In 1231 Mongol forces invaded from China and eventually the Koryo kings accepted Mongol rule.In 1392, Yi Songgye, with the aid of the Ming dynasty (which had replaced the Mongols in China), seized power.
Chinese and Japanese influences have been strong throughout Korean history but the Koreans descended as a distinct racial and cultural group from Tungusic (Siberian ethnic groups) tribal peoples from central Asia and Manchuria.
It is important to understand Korea’s strategic geographic position.
There is evidence of occupation through hunter-gatherer and burial sites from this period, such as at Tongsamdong (in southeastern Korea near present day Pusan), along with pottery, stone agricultural tools, and cereal cultivation of millet. D., Korea has been developing as a distinct people for 5,000-6,000 years. Distinct Korean style tools first began appearing in “Wae” (Japan), when Korean weapons (Dagger culture) emerged. Chariot fittings have been found near Pyongyang and the Taedong River basin (that flows from northeast to southeast through Pyongyang). After the schism in the Buddhist religion in northeast India in the first century A. the Chinese colony of Lolang was established near Pyongyang. Iron was exported from the lower Naktong River in southeastern Korea to Wae (Japan) and Lolang. Cultural elements from China, northern nomadic tribes, Lolang, and the Buddhist religion were incorporated during this period of Koguryo dominance.
The spread of rice farming reached northern areas of the Peninsula by 1500 B. Iron Age culture became widespread in southern Korea by the second century B. Confucianism, a learning and social philosophy rooted in a series of particular relationships among and between family, friends, and rulers, became prominent from the third century B. D., the Mahayana Buddhism that offered universal salvation (versus the more conservative Theravada Buddhism) arrived in China and Korea where it began to be shared with Confucianism and Daoism. C., Korea (except in the southeast area around present day Pusan) came under the domination of the Chinese Han empire. The Kingdom of Koguryo established the first native Korean state near the Yalu River (separating present day China from northern Korea) in the north in 37 B. by the Maek Tribe, even while still in the Han empire. Iron technology in this period became stronger and sharper as it was incorporated into weapons and agricultural tools.
The majority of historians document Korea’s history to the 12th century B. when a Chinese scholar (Kija) founded a colony at Pyongyang. C., the Korean tribal kingdom of Ancient Choson had emerged in the area between the Taedong River in present day western North Korea and the Liao River in Manchuria 250 miles to the northwest. Korean literary tradition adopted the Chinese language and its ideograph (written system representing an idea or object directly rather than a particular word) system.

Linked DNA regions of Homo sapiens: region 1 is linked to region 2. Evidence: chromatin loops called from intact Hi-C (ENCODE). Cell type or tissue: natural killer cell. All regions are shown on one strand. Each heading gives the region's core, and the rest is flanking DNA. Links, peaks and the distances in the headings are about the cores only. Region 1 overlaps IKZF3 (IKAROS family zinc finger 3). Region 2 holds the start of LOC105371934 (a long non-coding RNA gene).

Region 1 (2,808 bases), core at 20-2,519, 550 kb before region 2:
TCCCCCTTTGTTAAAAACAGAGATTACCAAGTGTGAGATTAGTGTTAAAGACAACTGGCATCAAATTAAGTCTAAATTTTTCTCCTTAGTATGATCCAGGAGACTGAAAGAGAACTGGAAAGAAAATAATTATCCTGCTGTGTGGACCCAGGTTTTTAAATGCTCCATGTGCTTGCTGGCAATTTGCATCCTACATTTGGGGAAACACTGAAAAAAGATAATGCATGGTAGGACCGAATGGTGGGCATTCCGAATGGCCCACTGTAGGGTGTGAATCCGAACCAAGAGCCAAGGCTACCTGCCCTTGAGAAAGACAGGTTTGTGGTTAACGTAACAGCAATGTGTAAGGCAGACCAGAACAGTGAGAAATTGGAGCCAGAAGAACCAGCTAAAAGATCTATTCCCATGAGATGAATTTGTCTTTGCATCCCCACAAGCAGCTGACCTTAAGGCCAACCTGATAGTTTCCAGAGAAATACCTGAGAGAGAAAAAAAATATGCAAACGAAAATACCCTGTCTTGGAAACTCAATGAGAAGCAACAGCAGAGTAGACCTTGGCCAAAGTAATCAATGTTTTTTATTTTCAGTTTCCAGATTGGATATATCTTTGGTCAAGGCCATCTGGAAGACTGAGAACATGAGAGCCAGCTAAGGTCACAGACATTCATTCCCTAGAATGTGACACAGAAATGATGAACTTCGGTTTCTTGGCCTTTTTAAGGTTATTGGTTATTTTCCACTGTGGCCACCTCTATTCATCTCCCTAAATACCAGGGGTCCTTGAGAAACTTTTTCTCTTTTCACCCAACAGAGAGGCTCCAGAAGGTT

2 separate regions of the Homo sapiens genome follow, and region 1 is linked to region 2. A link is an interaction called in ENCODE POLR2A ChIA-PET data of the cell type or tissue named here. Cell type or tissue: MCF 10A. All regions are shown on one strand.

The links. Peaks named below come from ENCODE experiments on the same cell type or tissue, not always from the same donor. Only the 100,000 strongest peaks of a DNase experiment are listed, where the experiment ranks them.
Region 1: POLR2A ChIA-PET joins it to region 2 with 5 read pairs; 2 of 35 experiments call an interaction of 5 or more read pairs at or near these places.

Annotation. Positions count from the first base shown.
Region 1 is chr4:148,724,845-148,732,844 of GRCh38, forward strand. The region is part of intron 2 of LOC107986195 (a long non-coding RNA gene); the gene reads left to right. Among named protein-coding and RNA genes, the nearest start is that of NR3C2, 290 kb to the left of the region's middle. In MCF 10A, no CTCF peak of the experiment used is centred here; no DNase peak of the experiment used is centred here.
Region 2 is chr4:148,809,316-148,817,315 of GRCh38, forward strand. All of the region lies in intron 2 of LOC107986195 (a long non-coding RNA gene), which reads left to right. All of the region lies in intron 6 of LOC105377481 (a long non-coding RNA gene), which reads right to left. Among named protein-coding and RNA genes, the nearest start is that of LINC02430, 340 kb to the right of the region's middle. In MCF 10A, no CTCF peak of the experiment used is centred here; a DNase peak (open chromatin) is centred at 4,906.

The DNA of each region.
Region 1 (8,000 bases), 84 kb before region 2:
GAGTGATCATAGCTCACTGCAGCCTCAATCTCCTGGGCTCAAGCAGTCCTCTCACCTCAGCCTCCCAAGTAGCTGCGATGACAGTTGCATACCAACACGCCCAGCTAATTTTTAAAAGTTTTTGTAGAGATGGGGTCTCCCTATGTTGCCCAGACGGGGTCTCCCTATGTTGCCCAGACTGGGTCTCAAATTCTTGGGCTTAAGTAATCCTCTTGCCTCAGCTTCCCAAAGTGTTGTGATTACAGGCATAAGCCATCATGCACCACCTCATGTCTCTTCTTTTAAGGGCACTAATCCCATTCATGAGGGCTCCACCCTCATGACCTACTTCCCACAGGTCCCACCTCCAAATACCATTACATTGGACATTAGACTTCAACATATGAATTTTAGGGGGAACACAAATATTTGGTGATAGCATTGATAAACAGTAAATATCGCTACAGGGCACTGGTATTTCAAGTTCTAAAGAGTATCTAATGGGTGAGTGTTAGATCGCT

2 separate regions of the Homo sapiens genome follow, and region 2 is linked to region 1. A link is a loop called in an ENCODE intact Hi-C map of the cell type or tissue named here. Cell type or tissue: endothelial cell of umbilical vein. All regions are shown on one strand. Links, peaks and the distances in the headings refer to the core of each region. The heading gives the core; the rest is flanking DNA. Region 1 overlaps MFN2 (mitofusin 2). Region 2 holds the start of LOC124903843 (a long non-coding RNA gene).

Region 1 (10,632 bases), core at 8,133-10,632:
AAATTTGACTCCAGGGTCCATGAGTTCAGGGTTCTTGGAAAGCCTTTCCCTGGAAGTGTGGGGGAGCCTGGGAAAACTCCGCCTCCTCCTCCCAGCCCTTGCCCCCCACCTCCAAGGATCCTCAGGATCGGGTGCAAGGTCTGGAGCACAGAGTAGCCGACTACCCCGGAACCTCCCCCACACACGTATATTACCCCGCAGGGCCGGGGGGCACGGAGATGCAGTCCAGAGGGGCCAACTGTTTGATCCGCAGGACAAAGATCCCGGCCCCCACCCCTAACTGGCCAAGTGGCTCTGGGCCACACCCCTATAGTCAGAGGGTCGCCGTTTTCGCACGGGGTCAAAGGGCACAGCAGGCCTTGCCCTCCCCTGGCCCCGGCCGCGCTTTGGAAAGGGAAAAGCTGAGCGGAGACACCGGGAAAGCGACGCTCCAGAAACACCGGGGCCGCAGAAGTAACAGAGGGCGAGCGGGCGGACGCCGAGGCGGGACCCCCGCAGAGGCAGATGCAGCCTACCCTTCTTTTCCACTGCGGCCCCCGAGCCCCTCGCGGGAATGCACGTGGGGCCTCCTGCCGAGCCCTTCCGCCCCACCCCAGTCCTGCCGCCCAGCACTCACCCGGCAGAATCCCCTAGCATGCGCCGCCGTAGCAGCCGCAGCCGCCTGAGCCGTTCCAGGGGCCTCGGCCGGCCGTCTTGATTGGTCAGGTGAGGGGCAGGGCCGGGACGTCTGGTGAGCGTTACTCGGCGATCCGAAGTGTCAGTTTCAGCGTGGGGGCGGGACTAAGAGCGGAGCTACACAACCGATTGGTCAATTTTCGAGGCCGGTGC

Ancient Choson (“land of the morning calm”) possessed relatively advanced iron technology for tools and weapons. With Chinese support the Silla dynasty conquered Koguryo and Paekche in 668 A.Later, Korea attempted to protect itself from outside threats by closing its borders and thereby became known as the Hermit Kingdom. The Yi dynasty lasted 519 years from 1392 until its formal annexation by Japan on August 22, 1910. Then in August 2000, as a representative of the newly formed Korea Truth Commission (KTC), our delegation visited the Kumjung Cave massacre site in Ilsan, Kyonggi Province north of Seoul, and the massacre at twin bridges viaduct near infamous Nogun Ri, 100 miles south of Seoul near Yongdong in North Chungchong Province.Japan was becoming ever more powerful, and with secret U. In May 2000, while visiting several villages in South Korea about 80 miles southeast of the Yongdong/Nogun Ri area, I listened to dozens of horror stories of emotionally and physically wounded survivors of civilian massacres committed in 1950 by U. ground and air forces, as well as by South Korean forces under U. I heard even more of similar horror stories about what happened during the summer of 1950.Though this introductory section ostensibly has little to do with the contemporary situation in Korea, in fact it is very important for understanding the rich history and unity of the Korean culture.For as we are beginning to realize more and more, the presence of the past is always here. We can only ignore this principle at our own peril, which in turn robs us of the incredibly profound input of a vast sea of indispensable wisdom.The Republic of the United States of America, and its Europeon antecedent communities, only go back 400 years.